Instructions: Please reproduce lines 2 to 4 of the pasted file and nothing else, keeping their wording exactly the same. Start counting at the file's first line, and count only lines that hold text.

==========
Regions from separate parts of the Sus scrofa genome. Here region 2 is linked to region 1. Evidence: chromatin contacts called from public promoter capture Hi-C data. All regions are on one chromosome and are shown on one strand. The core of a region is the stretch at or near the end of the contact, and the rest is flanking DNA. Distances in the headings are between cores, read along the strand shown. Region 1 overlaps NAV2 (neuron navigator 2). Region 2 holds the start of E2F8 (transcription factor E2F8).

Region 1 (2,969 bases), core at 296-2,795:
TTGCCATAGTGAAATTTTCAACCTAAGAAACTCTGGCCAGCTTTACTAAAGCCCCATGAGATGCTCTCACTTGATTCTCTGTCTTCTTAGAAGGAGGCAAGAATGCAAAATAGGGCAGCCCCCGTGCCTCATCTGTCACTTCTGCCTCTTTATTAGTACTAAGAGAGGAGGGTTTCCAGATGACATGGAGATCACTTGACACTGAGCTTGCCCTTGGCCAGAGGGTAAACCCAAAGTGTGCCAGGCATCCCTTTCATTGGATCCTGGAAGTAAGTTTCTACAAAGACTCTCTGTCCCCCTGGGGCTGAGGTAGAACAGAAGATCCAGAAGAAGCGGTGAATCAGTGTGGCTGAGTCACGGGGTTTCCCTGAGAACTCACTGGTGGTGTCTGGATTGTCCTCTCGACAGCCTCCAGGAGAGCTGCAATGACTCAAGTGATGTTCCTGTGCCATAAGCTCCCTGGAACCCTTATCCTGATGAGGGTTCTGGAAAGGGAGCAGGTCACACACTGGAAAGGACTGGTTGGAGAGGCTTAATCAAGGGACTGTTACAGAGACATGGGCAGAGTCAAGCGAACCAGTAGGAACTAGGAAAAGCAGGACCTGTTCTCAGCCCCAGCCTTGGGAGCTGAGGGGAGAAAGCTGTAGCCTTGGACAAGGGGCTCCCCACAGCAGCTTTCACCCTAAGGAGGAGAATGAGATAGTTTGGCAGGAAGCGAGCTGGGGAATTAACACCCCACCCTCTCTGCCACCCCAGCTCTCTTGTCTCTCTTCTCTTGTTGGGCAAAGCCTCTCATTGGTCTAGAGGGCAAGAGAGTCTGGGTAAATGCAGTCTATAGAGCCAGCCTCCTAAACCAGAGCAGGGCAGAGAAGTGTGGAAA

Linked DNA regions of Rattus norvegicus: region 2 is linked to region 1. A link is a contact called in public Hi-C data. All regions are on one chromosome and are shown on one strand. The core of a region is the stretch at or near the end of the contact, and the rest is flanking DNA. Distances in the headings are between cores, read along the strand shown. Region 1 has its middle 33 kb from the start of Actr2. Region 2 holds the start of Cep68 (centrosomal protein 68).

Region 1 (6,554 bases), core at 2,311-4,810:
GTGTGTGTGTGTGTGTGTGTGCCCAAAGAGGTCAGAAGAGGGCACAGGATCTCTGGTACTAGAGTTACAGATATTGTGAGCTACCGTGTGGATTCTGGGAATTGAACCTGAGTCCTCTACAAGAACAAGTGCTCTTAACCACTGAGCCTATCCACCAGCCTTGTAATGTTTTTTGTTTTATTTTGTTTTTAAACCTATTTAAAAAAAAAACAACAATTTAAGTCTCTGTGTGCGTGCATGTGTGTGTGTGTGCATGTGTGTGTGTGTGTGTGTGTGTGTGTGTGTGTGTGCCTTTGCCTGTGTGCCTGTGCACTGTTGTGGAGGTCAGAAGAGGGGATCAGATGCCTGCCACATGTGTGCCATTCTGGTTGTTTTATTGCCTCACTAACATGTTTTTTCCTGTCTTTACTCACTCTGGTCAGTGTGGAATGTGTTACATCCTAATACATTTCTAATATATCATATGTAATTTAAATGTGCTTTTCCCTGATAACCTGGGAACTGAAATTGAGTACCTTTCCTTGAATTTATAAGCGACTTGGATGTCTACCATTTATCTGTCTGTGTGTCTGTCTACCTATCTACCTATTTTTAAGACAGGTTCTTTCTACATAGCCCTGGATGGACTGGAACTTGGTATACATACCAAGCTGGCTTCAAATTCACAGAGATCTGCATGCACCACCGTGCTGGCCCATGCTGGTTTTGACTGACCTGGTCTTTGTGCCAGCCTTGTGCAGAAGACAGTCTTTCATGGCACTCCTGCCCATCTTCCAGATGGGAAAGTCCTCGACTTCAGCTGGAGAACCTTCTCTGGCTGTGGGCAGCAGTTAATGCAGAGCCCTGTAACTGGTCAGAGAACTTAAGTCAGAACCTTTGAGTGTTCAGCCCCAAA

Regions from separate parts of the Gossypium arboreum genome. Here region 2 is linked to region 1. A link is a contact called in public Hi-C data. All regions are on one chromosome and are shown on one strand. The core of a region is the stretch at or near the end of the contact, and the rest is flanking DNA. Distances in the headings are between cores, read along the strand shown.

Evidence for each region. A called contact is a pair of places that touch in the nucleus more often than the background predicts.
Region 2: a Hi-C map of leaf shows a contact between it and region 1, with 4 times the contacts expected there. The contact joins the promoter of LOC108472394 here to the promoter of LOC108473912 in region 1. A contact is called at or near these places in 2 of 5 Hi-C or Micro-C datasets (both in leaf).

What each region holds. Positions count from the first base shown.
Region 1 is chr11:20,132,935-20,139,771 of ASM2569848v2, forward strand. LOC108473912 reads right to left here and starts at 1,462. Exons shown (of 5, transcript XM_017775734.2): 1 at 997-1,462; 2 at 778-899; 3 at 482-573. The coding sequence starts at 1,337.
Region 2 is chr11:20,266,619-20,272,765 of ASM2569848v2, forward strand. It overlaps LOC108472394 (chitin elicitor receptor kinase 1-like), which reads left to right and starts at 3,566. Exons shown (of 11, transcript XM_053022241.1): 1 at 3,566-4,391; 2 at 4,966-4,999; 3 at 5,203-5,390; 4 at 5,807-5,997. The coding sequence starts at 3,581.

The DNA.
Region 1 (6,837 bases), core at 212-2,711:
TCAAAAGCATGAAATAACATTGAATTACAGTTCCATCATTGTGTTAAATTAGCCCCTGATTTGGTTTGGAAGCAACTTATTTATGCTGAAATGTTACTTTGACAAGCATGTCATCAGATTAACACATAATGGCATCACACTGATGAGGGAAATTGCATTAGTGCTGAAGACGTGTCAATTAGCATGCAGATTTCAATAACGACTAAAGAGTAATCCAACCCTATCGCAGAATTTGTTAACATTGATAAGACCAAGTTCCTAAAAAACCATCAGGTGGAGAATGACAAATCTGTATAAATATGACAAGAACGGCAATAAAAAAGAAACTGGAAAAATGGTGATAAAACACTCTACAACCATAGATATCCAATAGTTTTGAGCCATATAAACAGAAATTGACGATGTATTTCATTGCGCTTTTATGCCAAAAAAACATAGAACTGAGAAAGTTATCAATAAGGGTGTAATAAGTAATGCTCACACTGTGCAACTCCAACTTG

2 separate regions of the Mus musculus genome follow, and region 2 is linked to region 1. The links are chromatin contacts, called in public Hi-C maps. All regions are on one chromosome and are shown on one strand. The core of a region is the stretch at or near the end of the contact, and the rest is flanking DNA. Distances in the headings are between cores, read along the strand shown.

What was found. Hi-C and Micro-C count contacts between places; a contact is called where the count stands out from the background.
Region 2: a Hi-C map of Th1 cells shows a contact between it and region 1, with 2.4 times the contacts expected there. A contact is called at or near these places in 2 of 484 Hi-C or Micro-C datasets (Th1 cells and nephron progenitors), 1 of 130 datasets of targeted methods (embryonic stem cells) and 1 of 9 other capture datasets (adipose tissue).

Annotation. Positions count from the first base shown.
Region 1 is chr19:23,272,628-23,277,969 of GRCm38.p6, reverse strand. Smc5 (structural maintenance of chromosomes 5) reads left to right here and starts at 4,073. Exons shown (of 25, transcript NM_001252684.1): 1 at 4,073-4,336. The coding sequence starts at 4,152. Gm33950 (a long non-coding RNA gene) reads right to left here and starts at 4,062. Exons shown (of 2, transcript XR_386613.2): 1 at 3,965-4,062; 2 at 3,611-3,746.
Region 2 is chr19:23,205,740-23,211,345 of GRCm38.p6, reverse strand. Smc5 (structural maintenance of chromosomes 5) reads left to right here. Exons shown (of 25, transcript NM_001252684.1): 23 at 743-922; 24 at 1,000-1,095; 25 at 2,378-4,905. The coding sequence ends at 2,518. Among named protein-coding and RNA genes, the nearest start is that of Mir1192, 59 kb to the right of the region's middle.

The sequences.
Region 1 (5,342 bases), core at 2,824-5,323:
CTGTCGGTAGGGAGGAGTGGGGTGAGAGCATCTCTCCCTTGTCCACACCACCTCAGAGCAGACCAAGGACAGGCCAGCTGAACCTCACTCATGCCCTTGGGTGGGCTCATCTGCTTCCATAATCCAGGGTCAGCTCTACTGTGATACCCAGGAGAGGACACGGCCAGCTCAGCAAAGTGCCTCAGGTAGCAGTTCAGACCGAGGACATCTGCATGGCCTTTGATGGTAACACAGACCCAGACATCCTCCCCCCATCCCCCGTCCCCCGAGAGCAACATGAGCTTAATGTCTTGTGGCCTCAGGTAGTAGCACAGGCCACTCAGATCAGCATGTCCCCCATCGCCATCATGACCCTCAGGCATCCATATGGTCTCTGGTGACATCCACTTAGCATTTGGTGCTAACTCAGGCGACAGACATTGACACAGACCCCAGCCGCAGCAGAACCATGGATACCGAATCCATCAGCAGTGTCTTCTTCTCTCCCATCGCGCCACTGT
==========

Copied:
Region 1 (2,969 bases), core at 296-2,795:
TTGCCATAGTGAAATTTTCAACCTAAGAAACTCTGGCCAGCTTTACTAAAGCCCCATGAGATGCTCTCACTTGATTCTCTGTCTTCTTAGAAGGAGGCAAGAATGCAAAATAGGGCAGCCCCCGTGCCTCATCTGTCACTTCTGCCTCTTTATTAGTACTAAGAGAGGAGGGTTTCCAGATGACATGGAGATCACTTGACACTGAGCTTGCCCTTGGCCAGAGGGTAAACCCAAAGTGTGCCAGGCATCCCTTTCATTGGATCCTGGAAGTAAGTTTCTACAAAGACTCTCTGTCCCCCTGGGGCTGAGGTAGAACAGAAGATCCAGAAGAAGCGGTGAATCAGTGTGGCTGAGTCACGGGGTTTCCCTGAGAACTCACTGGTGGTGTCTGGATTGTCCTCTCGACAGCCTCCAGGAGAGCTGCAATGACTCAAGTGATGTTCCTGTGCCATAAGCTCCCTGGAACCCTTATCCTGATGAGGGTTCTGGAAAGGGAGCAGGTCACACACTGGAAAGGACTGGTTGGAGAGGCTTAATCAAGGGACTGTTACAGAGACATGGGCAGAGTCAAGCGAACCAGTAGGAACTAGGAAAAGCAGGACCTGTTCTCAGCCCCAGCCTTGGGAGCTGAGGGGAGAAAGCTGTAGCCTTGGACAAGGGGCTCCCCACAGCAGCTTTCACCCTAAGGAGGAGAATGAGATAGTTTGGCAGGAAGCGAGCTGGGGAATTAACACCCCACCCTCTCTGCCACCCCAGCTCTCTTGTCTCTCTTCTCTTGTTGGGCAAAGCCTCTCATTGGTCTAGAGGGCAAGAGAGTCTGGGTAAATGCAGTCTATAGAGCCAGCCTCCTAAACCAGAGCAGGGCAGAGAAGTGTGGAAA

Linked DNA regions of Rattus norvegicus: region 2 is linked to region 1. A link is a contact called in public Hi-C data. All regions are on one chromosome and are shown on one strand. The core of a region is the stretch at or near the end of the contact, and the rest is flanking DNA. Distances in the headings are between cores, read along the strand shown. Region 1 has its middle 33 kb from the start of Actr2. Region 2 holds the start of Cep68 (centrosomal protein 68).